Then a creepy thing happened.  I received an email from a guy named Craig who saw me on Tinder, found my website, and my email, and sent me a message.  I realize I had my website in my bio so I removed that.  He’s obviously a guy I said NOPE to, but seriously Craig, this is weird.

“Hey Melissa…Saw you on Tinder and wanted to reach out.  I live in Hell’s Kitchen too so we should meet and say hello.  You can look me up on FB with this email. – Craig”

I had a few more matches, and they’re all cute and nice, but they have zero sense of humor.  I can’t say I wasn’t motivated to talk to these guys by my interest in writing about Tinder, but I probably wouldn’t have pursued this any further had I not decided to do this for amusement.

But then came a winner.  I swiped right on his photo and it was an instant match.  We talked about silly things like dumb nineties movies and music. We exchanged numbers- which is like first base in the internet world.  I honestly never planned on hanging out with anyone from Tinder, but I had been home sick for two weeks on antibiotics and desperately needed human interaction.  We met for drinks and had a really fun night.  I haven’t seen him since, but I think he likes me? What if he was grossed out by the zit on my face? What if he hated my skirt? I should’ve worn something different.  Maybe I should stop texting him until he texts me back.  Was he hanging out with a different girl last night?  He’s tall and has pretty eyes. I can’t let this one slip away.  I’m going to text him I love him. I wonder if he wants to get married? Am I overthinking this?

So, here’s my review of Tinder: meh?


  • Millie

    Love your style of writing, and this post is hilarious

  • Tinder *is* a big meh. I finally got a smartphone just before I split for a two-month road trip, and I’ve been trying to engage people through the app in every city/region I’ve decided to spend a few days visiting. (And by engage, I mean actually meeting for coffee/drinks and seeing where things might go from there. Nothing explicit, nothing untoward.) I’ve yet to encounter a single person willing to make time to meet up with me. I’ve gotten close — hell, I’ve even friended a few on Facebook because we’ve had a pretty solid rapport — but for the most part people have been unwilling to take that next step, even when it’s completely on their terms.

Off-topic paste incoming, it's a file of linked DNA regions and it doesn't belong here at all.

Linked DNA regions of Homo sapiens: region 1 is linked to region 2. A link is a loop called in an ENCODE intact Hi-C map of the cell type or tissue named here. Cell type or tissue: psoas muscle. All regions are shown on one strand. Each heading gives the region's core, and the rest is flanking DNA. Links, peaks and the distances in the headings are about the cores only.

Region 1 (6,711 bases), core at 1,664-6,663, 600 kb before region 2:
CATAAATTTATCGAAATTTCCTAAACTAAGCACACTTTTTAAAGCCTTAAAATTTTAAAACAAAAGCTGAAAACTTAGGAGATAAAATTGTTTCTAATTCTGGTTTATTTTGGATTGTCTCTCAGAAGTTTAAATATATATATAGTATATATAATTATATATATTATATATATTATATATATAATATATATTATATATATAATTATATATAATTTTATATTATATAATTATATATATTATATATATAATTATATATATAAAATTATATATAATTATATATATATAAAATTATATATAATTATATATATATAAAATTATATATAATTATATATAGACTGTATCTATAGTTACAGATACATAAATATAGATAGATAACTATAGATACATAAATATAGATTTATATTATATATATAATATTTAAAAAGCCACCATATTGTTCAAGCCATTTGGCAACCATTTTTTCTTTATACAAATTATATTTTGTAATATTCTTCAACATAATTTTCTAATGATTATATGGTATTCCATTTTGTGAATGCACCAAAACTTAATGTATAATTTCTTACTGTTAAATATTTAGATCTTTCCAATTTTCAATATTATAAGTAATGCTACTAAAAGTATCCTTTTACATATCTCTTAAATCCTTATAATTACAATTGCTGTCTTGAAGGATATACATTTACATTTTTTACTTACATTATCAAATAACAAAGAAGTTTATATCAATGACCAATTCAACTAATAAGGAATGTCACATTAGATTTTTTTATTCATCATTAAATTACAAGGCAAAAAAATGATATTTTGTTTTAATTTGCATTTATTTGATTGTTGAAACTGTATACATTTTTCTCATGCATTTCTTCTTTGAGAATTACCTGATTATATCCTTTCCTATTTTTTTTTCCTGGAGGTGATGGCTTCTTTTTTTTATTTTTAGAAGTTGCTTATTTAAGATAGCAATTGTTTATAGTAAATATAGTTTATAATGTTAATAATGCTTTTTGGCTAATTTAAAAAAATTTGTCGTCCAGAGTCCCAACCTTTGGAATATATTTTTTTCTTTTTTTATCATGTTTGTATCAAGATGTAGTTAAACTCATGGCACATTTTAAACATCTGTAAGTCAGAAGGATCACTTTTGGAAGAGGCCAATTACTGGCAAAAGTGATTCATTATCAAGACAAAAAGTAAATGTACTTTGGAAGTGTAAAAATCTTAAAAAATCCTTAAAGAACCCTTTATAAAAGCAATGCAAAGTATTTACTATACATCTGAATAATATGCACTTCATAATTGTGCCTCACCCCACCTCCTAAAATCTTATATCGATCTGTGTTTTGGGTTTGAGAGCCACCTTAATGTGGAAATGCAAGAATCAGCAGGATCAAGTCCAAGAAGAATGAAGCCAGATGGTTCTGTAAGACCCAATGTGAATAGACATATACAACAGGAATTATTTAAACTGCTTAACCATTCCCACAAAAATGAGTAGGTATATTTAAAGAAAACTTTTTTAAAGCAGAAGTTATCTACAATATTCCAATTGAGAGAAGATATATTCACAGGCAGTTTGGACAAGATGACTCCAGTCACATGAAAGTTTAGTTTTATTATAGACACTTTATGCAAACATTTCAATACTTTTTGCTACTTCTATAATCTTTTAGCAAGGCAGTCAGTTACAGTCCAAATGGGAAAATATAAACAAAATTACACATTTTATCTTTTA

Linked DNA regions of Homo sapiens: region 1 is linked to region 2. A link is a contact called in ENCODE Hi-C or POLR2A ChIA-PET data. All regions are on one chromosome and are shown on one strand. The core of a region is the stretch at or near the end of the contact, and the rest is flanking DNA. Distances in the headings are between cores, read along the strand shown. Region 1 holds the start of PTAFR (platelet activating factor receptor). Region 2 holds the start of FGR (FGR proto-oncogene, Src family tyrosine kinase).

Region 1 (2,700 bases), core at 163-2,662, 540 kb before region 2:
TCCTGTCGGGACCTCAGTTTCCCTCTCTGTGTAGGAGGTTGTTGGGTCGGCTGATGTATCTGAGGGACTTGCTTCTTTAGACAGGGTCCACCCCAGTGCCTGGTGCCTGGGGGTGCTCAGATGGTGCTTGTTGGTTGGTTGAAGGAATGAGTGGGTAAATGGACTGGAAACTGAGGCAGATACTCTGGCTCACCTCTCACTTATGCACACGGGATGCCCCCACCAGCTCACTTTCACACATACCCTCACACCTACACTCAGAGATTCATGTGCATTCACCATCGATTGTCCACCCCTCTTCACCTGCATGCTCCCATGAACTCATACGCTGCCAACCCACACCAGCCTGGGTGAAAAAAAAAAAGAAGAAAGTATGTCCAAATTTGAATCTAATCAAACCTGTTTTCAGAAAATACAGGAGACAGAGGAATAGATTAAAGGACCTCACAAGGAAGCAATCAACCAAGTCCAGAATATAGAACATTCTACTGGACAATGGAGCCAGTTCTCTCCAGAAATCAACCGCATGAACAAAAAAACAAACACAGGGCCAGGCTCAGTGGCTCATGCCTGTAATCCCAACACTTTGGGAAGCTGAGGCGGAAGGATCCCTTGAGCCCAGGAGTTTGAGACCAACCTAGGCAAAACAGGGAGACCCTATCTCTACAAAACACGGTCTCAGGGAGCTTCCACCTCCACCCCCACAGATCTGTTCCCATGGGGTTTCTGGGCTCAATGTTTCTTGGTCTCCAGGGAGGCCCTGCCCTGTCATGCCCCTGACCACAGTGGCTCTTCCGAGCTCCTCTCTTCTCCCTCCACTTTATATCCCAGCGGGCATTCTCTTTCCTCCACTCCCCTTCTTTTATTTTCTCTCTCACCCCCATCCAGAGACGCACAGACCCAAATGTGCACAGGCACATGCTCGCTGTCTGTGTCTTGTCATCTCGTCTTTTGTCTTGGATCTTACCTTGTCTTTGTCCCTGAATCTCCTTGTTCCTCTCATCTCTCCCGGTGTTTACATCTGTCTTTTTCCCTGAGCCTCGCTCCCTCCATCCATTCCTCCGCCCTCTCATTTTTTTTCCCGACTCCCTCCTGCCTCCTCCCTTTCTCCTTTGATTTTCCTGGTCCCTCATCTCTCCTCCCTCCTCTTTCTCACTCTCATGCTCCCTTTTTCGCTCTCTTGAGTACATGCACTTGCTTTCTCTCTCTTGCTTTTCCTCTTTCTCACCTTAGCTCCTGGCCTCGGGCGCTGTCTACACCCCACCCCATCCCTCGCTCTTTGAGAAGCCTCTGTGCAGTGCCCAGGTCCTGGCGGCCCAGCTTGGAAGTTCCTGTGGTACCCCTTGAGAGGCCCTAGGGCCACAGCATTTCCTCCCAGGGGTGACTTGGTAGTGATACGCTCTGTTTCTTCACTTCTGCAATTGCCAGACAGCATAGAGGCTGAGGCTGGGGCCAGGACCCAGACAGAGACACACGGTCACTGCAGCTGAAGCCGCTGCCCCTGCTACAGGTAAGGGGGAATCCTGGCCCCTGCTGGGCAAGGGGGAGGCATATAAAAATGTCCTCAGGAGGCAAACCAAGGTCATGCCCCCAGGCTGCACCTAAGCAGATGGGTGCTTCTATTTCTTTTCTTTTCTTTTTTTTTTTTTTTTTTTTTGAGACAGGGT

I think it goes to show that the majority of people like to window shop rather than make something happen.

    You know what’s *most* frustrating about this? The fact that men and women continually gripe about how they’re unable to find someone worth their time. But how are you gonna find that special someone if you’re not willing to make the time, to make yourself available?

    I still have 4000 miles to go. I’ll keep trying. Maybe I’ll be surprised.


    • Leila

      Just curious after two years, how did the 4000 miles go? Did the surprise happen ? :))

  • kofybean

    Why do women complain that men on dating sites are so boring, as if every women is just a treasure chest of interesting gold? At least those men are trying, whereas the women seem to be sitting back doing nothing and demanding to be entertained, and rejecting the guy for a lack of a connect she did nothing to create.

    What’s worse is this author goes on to a dating app, meets a guy, and then says, “I honestly never planned on hanging out…” Why don’t you write an article about how women are leading the men they chat with on, or at the very least, non-commited.

  • Pingback: How Much Tinder is Too Much Tinder? | The Problem with Kids These Days()

  • PhotogJenn

    So spot on!